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|R E V I E W B Y R I C H C L I N E
dir-scr Don Coscarelli
with Bruce Campbell, Ossie Davis, Ella Joyce, Bob Ivy, Heidi Marnhout, Larry Pennell, Daniel Roebuck, Daniel Schweiger, Reggie Bannister, Edith Jefferson, Harrison Young, Linda Flammer
release US 19.Sep.03, UK 8.Oct.04
Grumpy old icons: Campbell and Davis
About halfway through this offbeat horror comedy you realise you're watching a cult classic. The snappy dialog and wonderfully dry performances weave themselves together with the nutty premise to completely win you over.
We all know that Elvis and JFK (Campbell and Davis) aren't really dead, right? Well, they're living in a nursing home in Mud Creek, Texas, which is currently the hunting ground of a soul-sucking mummy (Ivy)--a Southern Bubba who was once a member of the Pharaoh's family. So now it's up to Elvis, who needs a walker to get around after all that hip swivelling, and JFK, who's been dyed black to hide his true identity, to save their elderly friends from a fate worse than death.
Besides the inventive storyline, the film has a fantastic sense of melancholy that really captures this group of people who are waiting to die, but aren't ready to go just yet. Campbell and Davis are terrific--hilariously funny and deeply likable. Either their back-stories are true (we even get to see Elvis' secret history), or they're suffering the first stages of senile dementia. Whatever, they're still tenacious, feisty, lovable old icons.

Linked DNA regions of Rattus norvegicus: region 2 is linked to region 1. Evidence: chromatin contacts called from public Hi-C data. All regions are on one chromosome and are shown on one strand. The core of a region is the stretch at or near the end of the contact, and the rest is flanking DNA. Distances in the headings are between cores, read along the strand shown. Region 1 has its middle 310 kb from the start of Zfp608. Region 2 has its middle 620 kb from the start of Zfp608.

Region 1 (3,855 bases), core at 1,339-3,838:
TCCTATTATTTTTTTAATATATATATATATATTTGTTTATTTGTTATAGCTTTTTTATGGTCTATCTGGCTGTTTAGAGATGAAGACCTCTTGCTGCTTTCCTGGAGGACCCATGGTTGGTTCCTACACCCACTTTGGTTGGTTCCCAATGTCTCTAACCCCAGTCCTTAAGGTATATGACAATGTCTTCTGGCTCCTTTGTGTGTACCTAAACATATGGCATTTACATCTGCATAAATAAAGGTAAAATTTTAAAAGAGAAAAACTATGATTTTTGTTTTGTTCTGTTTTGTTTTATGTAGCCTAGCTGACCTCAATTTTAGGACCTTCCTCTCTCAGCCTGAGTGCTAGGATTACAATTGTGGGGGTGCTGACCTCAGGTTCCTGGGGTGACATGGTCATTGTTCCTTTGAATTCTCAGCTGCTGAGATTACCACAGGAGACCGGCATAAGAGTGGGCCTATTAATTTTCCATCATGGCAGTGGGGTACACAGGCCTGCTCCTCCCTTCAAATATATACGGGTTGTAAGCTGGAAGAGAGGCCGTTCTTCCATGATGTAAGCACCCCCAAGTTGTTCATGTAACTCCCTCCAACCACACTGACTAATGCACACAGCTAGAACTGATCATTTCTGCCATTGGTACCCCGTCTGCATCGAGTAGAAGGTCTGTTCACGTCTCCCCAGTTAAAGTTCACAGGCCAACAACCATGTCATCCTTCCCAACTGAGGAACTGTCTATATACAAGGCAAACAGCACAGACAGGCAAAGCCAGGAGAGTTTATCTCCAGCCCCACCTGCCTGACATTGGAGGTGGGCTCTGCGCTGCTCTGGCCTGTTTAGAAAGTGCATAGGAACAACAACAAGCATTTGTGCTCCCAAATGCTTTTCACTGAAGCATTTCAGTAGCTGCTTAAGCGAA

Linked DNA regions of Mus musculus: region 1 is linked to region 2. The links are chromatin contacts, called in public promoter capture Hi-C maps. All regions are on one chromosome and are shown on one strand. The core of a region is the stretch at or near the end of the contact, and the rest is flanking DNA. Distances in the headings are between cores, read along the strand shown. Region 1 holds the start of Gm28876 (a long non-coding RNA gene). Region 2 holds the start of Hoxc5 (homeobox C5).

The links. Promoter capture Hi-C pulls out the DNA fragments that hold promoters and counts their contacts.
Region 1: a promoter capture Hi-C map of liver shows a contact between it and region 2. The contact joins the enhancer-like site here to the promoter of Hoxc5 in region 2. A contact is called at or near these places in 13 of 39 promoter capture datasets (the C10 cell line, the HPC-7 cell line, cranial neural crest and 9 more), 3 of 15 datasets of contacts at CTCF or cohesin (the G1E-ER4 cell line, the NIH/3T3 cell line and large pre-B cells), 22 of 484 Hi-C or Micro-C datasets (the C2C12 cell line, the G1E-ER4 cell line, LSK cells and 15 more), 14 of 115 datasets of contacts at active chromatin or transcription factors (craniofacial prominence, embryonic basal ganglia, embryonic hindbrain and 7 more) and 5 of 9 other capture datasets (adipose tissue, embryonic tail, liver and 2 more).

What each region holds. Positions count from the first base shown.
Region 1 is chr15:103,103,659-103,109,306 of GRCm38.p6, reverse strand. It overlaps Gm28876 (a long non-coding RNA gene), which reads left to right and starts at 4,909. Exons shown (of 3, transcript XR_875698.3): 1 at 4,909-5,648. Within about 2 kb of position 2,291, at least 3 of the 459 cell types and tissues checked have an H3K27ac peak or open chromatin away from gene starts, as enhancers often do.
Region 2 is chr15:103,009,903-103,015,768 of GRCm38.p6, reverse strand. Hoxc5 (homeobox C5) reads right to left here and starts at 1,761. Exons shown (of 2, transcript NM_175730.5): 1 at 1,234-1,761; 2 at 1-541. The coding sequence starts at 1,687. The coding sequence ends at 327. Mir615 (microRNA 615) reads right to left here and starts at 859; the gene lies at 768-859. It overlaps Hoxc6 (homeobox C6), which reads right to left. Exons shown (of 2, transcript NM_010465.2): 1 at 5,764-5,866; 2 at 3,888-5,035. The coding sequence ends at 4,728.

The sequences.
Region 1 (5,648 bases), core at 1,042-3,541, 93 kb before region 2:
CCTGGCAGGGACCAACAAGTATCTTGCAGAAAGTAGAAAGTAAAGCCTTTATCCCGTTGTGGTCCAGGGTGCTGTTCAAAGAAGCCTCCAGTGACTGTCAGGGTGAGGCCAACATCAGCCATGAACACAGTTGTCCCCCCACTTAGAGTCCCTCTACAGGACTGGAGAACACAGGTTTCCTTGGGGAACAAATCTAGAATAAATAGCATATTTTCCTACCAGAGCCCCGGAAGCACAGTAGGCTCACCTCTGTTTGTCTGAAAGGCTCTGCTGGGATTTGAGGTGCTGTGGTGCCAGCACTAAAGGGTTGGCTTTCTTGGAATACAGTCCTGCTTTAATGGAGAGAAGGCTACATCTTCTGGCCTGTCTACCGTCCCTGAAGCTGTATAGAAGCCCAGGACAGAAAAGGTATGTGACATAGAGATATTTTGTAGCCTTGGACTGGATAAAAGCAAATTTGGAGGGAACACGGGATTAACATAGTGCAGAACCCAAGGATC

Coscarelli directs with a vintage-horror look that avoids pitfalls of the genre. It's so breathtakingly simple that you can't help but love it--the mummy looks like a guy in a silly suit, but he's can still make us grip the armrests in fear. And it's never cheap thrills; Coscarelli sets up the jolts and then pays them off impeccably, from terrifying giant-beetle attacks to superb "look out, he's behind you" moments. This isn't a loud, fast-paced thriller; it's a wry, observant little romp.
It's also jammed with flashes of genius--from the sassy nurse (Joyce) and deadpan hearse drivers (Roebuck and Schweiger) to hysterically witty set pieces (that dining room scene!). The script is a bundle of sharp dialog, throwaway references, revisionist history and B-movie chills. Even the use of hieroglyphics is inspired ("Cleopatra does the nasty" etched on the toilet wall). So the fact that it's also emotionally moving and astutely observant isn't that much of a surprise, really.
|George Dilley, Florida: "How can you not love Elvis fighting a roach with his bed pan? What happened to the Dracula movie that was to follow this fine movie?" (20.Aug.06)
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